vines

vines

I wonder what kind of a house stood here, who built it, what kind of families lived here, who were the last occupants, why did they leave? There’s only one thing I know for sure: they believed in warm, cozy fires to keep them warm.

chimney

Don’t you just love it when three different photo challenges come together as a unified theme!?

The Daily Post Weekly Photo Challenge: Endurance.
Ailsa’s Travel Theme: Strong.
Sunday Stills, The Next Challenge: Abandoned.

Posted in Sunday Stills, Travel Theme Challenge, Weekly Photo Challenge | Tagged , , , , , , , , , , , , , | 25 Comments

Goodbye Summer, we hardly knew ya’

Summer was like a shy stranger, here in the Virginia highlands: she sometimes waved from the distance but never really joined the dance. And now it appears she took the fast train South, leaving behind her blooming meadows which thrived despite her benign neglect.

Field of wildflowers

Field of wildflowers

Can you believe she just up and left?

Goldenrod behind the fence

Goldenrod behind the fence

How could she leave all of this behind?

Late summer wildflowers

Late summer wildflowers

Her pink and white dresses strewn across the field, recklessly:

Pink grasses and fleabane

Pink grasses and fleabane

And so much yellow, her favorite color – probably because she really adores Sunshine, her elder sister:

Yellow wildflowers

Yellow wildflowers

I wished you’d stayed a bit longer….I had my patio table set up and kept watermelon juice with mint leaves in the fridge, in case you came over for a visit.

At least say hello to my Australian friends when you see them.

Posted in Appalachia, Flora | Tagged , , , , , , | 30 Comments

Migration

A few days ago, I noticed a large flock of birds, high up in the tree tops. Their chatter was very different from what I had been hearing all summer – a delightful, high-spirited zee. They flitted back and forth between the branches unable to sit still for very long. A small group flew to the next tree, followed by another little group. They were in constant motion. Before long, they were all gone.

birds in the tree tops

I did not know who these winged visitors were until I uploaded the photos and zoomed in on them. The pictures may be a bit blurry but I was delighted to recognize them as Cedar Waxwings. You can see the yellow band at the tip of the tail and the red (“waxy”) tips on their wing feathers. The juveniles are softly streaked.

Apparently, they were resting a bit during their long flight from Canada to Central America and maybe catching a few insects or leftover wild cherries for a quick snack.

May their journey be swift and may they all reach their winter destination together. Thank you for the delightful afternoon entertainment.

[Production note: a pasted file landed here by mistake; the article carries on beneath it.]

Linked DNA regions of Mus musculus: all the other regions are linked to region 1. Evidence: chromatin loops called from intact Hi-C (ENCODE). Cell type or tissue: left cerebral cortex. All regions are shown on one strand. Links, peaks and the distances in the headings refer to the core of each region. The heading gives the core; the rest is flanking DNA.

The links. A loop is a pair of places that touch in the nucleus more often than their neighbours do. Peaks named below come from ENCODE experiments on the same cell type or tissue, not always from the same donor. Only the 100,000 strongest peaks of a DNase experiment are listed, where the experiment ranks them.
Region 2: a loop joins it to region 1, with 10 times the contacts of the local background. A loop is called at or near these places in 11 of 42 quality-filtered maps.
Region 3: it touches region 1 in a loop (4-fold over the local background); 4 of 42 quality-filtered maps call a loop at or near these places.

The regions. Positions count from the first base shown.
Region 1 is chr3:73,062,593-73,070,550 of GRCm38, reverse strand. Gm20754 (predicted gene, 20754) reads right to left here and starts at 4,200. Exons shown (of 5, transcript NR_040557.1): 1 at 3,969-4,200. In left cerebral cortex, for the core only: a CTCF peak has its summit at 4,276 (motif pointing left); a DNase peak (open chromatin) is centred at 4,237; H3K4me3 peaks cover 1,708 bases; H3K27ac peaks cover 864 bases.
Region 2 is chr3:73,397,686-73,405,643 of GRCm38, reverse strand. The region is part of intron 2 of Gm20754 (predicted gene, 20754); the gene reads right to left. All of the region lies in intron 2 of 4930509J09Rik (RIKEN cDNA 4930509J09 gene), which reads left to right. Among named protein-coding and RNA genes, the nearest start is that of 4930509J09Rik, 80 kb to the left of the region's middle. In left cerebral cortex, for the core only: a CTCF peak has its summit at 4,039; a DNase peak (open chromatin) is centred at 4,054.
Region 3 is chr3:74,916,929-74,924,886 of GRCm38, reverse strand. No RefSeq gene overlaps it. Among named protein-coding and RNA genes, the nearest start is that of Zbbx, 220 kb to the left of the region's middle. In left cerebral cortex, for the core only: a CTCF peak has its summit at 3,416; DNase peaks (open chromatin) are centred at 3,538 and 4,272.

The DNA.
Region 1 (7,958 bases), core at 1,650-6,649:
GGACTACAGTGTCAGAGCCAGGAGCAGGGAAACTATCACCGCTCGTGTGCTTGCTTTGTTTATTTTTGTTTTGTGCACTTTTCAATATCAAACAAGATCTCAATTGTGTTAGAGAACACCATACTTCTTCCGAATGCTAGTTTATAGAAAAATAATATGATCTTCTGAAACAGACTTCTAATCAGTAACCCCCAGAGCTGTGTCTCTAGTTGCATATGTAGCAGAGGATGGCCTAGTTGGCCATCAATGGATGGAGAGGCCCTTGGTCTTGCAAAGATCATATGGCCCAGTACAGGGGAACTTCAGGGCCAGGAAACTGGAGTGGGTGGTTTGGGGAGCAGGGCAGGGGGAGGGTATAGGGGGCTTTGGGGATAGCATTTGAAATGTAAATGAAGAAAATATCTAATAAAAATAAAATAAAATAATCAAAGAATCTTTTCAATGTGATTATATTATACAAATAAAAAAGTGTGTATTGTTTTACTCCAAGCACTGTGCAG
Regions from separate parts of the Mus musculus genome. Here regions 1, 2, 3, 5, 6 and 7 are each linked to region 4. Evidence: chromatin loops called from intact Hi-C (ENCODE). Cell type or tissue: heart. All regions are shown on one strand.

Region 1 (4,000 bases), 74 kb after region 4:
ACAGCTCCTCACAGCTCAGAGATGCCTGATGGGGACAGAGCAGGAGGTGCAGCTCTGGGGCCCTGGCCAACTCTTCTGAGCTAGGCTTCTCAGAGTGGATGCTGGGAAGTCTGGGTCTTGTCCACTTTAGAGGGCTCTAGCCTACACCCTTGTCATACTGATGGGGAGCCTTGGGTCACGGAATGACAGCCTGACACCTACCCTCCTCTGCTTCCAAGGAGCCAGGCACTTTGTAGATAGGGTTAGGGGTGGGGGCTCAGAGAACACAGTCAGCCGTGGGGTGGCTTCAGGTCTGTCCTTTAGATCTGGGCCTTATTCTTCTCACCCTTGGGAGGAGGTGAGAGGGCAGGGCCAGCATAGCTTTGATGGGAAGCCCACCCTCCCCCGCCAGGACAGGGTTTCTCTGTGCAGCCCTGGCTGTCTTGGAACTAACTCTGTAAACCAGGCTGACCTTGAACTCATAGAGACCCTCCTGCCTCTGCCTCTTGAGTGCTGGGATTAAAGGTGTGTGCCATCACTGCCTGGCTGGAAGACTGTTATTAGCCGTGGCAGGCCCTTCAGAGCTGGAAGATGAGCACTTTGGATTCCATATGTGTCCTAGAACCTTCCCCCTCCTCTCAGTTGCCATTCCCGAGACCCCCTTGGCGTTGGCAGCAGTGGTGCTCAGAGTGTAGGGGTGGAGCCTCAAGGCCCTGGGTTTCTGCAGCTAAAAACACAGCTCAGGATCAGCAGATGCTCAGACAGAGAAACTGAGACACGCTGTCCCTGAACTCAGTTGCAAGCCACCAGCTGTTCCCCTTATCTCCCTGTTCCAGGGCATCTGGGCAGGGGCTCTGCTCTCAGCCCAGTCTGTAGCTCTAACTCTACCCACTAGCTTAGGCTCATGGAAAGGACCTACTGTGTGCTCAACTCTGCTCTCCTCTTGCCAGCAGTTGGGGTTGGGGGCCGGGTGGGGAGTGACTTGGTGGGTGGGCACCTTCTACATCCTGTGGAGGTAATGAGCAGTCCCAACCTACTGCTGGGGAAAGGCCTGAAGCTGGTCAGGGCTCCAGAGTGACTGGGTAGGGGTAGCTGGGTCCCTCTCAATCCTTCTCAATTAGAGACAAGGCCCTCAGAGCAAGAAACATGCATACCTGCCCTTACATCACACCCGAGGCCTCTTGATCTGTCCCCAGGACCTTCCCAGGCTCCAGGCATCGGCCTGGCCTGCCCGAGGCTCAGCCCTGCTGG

Posted in Animals and Critters | Tagged , , , , | 10 Comments

Humanity at Play

I have always been fascinated by play. As a mental health professional, I was trained to assess how a child’s play reflected his developmental level and contained clues to her ability to connect, be creative, express traumatic experiences, neurological issues, and more. Nowadays, though, I enjoy just watching children immersed in play – the way they give themselves to an activity tuning out everything else.

But play is not just for children. As adults, we must continue to play. We have many reasons for playing: stress control, pure fun, staying in shape, expressing our creativity, connecting with other people, to be entertained, seeing and experiencing new places and cultures, expressing a ceremonial aspect of our own culture – all of these are forms of adult play.

Some of us draw a distinct line between work and play; the two don’t mix. Play only happens after work, on vacation, or weekends. For others, work and play blend together. They love their work so much that it feels like play, or their play turns into an activity or product that then can be marketed.

Animals always seem to invite us to play and be in the moment with them.

Many of us are drawn to water and we can play in and with water in a myriad of ways:

Sometimes, we “play” by strolling around, hanging out together, resting on a park bench, or reading:

Sometimes we play by crafting a painting, a birdhouse, a shed, or tinkering and fixing things:

We play by physically exerting ourselves, either alone or in groups:

We either entertain others or we are being entertained:

Another important form of play that transmits cultural and religious identities are the various celebrations and rituals we engage in, special foods we may cook, festivals we attend, holiday customs we observe:

My favorite ways to play are taking photographs, writing, hiking, and traveling.

What are yours?

You can find more posts featuring images of humanity on the Weekly Photo Challenge.